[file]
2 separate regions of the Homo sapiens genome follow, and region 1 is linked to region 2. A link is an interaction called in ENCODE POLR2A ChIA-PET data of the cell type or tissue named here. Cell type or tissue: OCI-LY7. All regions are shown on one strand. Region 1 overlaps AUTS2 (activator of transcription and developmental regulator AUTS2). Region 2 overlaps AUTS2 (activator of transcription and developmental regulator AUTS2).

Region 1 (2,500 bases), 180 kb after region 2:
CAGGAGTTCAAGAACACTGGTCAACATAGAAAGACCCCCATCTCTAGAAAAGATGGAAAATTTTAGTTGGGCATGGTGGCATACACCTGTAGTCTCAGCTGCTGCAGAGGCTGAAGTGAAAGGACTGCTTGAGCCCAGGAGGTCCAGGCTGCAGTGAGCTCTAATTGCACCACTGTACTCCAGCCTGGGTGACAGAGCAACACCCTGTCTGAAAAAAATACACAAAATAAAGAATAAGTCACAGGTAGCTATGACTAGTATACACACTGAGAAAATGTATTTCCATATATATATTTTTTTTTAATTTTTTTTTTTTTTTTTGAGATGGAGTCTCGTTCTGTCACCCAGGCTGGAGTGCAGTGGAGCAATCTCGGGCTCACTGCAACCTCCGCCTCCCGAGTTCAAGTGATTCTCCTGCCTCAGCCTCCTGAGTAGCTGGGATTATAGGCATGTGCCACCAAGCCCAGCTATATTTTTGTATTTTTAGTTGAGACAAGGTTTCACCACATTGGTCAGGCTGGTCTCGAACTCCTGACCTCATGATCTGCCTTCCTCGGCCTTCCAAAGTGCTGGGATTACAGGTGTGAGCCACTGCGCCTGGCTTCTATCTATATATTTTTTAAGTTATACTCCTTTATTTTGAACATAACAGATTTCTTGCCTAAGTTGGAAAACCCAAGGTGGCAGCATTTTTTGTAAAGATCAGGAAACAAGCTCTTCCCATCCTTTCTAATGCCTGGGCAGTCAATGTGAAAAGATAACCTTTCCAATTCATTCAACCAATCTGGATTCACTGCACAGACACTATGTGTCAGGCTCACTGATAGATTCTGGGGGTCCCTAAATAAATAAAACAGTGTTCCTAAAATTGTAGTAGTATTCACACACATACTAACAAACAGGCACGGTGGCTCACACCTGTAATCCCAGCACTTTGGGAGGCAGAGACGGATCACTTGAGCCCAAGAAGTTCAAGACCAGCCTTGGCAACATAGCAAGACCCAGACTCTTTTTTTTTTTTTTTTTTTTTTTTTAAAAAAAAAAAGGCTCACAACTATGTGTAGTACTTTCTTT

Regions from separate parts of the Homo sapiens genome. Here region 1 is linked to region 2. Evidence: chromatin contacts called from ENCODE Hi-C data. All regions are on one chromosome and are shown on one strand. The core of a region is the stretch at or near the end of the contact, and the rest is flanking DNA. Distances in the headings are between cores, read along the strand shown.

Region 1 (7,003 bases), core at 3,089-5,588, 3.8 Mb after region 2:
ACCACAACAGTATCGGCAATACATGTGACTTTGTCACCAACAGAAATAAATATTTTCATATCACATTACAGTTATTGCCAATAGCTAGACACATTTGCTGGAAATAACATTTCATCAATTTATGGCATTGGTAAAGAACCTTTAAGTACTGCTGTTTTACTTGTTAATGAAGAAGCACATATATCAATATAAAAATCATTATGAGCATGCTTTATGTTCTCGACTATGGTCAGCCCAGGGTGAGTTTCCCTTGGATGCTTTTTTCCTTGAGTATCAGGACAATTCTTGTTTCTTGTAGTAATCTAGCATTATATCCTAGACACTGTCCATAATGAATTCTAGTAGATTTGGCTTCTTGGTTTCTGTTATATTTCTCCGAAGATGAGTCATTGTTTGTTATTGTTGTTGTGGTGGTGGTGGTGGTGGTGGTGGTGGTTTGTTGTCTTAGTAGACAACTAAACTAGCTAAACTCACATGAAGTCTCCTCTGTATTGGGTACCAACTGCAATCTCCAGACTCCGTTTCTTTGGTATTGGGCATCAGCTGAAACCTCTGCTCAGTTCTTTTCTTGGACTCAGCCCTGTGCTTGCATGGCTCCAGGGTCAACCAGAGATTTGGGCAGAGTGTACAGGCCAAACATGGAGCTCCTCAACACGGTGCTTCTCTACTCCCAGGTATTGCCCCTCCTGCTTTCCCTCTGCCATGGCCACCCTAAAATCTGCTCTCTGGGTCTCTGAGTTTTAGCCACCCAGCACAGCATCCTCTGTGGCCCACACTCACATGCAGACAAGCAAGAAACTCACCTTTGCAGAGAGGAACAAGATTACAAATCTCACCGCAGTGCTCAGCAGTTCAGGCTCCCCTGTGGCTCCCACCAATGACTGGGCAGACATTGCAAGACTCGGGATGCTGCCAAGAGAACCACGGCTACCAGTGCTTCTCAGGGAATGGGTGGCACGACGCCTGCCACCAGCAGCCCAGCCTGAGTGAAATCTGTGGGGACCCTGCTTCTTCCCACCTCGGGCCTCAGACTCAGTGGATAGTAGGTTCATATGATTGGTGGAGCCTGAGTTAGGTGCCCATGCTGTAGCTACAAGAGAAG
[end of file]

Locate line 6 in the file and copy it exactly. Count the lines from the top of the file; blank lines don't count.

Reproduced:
ACCACAACAGTATCGGCAATACATGTGACTTTGTCACCAACAGAAATAAATATTTTCATATCACATTACAGTTATTGCCAATAGCTAGACACATTTGCTGGAAATAACATTTCATCAATTTATGGCATTGGTAAAGAACCTTTAAGTACTGCTGTTTTACTTGTTAATGAAGAAGCACATATATCAATATAAAAATCATTATGAGCATGCTTTATGTTCTCGACTATGGTCAGCCCAGGGTGAGTTTCCCTTGGATGCTTTTTTCCTTGAGTATCAGGACAATTCTTGTTTCTTGTAGTAATCTAGCATTATATCCTAGACACTGTCCATAATGAATTCTAGTAGATTTGGCTTCTTGGTTTCTGTTATATTTCTCCGAAGATGAGTCATTGTTTGTTATTGTTGTTGTGGTGGTGGTGGTGGTGGTGGTGGTGGTTTGTTGTCTTAGTAGACAACTAAACTAGCTAAACTCACATGAAGTCTCCTCTGTATTGGGTACCAACTGCAATCTCCAGACTCCGTTTCTTTGGTATTGGGCATCAGCTGAAACCTCTGCTCAGTTCTTTTCTTGGACTCAGCCCTGTGCTTGCATGGCTCCAGGGTCAACCAGAGATTTGGGCAGAGTGTACAGGCCAAACATGGAGCTCCTCAACACGGTGCTTCTCTACTCCCAGGTATTGCCCCTCCTGCTTTCCCTCTGCCATGGCCACCCTAAAATCTGCTCTCTGGGTCTCTGAGTTTTAGCCACCCAGCACAGCATCCTCTGTGGCCCACACTCACATGCAGACAAGCAAGAAACTCACCTTTGCAGAGAGGAACAAGATTACAAATCTCACCGCAGTGCTCAGCAGTTCAGGCTCCCCTGTGGCTCCCACCAATGACTGGGCAGACATTGCAAGACTCGGGATGCTGCCAAGAGAACCACGGCTACCAGTGCTTCTCAGGGAATGGGTGGCACGACGCCTGCCACCAGCAGCCCAGCCTGAGTGAAATCTGTGGGGACCCTGCTTCTTCCCACCTCGGGCCTCAGACTCAGTGGATAGTAGGTTCATATGATTGGTGGAGCCTGAGTTAGGTGCCCATGCTGTAGCTACAAGAGAAG